Play is voluntary engagement in self motivated activities that are normally associated with pleasure and enjoyment. Play may consist of amusing, pretend or imaginary, constructive, interpersonal (play with others) or intrapersonal (solitary play) interactions. It is the way that children learn about the environment, their bodies, and their place in the world around them.
There are many important things children learn while playing, and their time spent playing is essential for their development. This is especially true of pretend play, which helps children practice their thinking, communicating, and interacting skills. Play is one way by which children learn and is also an avenue through which social skills can develop. As they grow older, children learn about societal rules by making up games with rules, as well as about winning and losing and ‘playing fair’. They also learn about controlling their impulses in order to do well at something and about space, negotiating and problem solving. Above all, play is needed for fun and relaxation. If a child has difficulties with play they might:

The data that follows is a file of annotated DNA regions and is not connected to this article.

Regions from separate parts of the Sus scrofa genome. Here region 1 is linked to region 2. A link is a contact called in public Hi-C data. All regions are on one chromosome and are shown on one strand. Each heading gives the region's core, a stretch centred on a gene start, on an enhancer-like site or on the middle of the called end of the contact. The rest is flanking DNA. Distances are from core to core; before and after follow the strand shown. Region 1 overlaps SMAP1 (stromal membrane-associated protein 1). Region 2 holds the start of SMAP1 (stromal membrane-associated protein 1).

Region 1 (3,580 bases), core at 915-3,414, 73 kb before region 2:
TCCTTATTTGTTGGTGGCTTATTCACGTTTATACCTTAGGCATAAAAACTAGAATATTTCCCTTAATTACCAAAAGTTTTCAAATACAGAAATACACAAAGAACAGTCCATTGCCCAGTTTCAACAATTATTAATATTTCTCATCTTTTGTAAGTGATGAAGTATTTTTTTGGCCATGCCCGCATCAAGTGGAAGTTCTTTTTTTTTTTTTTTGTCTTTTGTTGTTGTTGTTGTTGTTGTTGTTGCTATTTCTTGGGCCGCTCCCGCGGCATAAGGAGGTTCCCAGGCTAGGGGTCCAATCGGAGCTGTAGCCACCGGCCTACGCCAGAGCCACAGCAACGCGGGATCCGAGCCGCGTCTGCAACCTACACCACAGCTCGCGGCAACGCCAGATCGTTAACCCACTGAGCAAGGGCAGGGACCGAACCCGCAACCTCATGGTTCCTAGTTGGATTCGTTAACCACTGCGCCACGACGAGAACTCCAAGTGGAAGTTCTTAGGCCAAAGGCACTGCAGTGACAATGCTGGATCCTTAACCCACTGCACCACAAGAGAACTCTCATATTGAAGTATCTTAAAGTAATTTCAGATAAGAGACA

- Have difficulty playing independently and constantly demand adult attention
- Bounce back and forward between multiple activities without completing them (or actively engaging in them)
- Has trouble being able to occupy their time or entertain themselves
- Have few friends or have difficulty making friends
- Require adult assistance to problem solve
- Enjoy playing alone and prefer others not to be involved
- Engage in limited or very repetitive activities
- Not play appropriately with toys
- Avoid eye contact
- Be unable to initiate play themselves- instead they are reliant upon others to set up play for them
- Not engage in turn taking games
Contact AIM Therapy on 6150 8339 or email@example.com if you would like to book an assessment with one of our speech pathologists.